High grave of Bishop Otto I (early 15th century) with a hatch for pilgrims

Reliefs on the north side:

Reliefs on the east side:

Archangel Michael , Mary with child and a holy bishop (Bishop Otto I of Bamberg or the Franconian Apostle Kilian )

Reliefs on the south side:

The cover plate contains the full-body figure of Bishop Otto, on the lower left side of which an abbot, previously unspecified, kneels, and lettering on three sides. In addition, the only colored representation of a draco bambergensis , a Bamberg dragon, is attached to the grave .

Old grave slab (around 1280) of the lost first high grave of Bishop Otto I.

On the east wall of the crypt is the old grave slab of the lost first high grave (around 1280) of Bishop Otto I (with pallium , crosier , miter and book).

Right (south) aisle

The right aisle on the outer wall also contains three grave monuments of prince-bishops from Bamberg Cathedral for

There is also a memorial for those who fell in World War I as well

  • a niche side altar
  • the high altar
  • Side altars
  • the pulpit
  • the choir stalls
  • Pictures from the life of Bishop Otto
  • Figures at the exit of the church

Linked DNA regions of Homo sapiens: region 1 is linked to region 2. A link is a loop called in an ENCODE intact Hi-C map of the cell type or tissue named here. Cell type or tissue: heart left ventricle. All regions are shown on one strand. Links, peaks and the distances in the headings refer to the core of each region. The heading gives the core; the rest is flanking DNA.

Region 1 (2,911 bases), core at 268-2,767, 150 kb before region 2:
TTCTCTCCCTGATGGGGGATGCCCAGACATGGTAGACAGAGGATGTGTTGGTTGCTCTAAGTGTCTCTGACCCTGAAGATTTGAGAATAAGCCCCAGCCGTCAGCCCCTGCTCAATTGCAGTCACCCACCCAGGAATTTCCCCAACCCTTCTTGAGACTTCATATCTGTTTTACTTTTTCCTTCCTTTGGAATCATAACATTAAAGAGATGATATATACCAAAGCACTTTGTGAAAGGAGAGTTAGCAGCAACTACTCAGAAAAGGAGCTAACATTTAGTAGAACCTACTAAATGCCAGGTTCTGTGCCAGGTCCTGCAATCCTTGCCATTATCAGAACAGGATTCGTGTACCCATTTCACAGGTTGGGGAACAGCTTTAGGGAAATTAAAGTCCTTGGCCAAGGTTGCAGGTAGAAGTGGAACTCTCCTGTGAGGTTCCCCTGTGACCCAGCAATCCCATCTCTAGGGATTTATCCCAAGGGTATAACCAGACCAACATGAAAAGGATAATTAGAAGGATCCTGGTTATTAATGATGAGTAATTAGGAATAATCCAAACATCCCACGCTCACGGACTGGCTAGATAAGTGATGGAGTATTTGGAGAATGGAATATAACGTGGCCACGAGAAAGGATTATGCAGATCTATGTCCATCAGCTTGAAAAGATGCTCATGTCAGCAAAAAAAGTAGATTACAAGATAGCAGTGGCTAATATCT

Adjacent chapels

  • Lady Chapel
  • Holy Sepulcher Chapel

Monastery buildings and gardens

The three-story abbey and convent buildings, built between 1696 and 1712 according to plans by Johann Leonhard Dientzenhofer , are located north of the Michelskirche. In the main or north wing, the large summer refectory (the dining room), the former library, the so-called billiard room and the abbot's chapel are worth mentioning. The chapter house adjoins the cloister in the east wing . These buildings are now used as a retirement home.

To the west of the Michelskirche is the former farm yard of the monastery with the St. Oswald gate chapel . The three wings were built around 1740; Balthasar Neumann also intervened in the planning in 1742 . A brewery museum has been set up in the former monastery brewery in the north wing.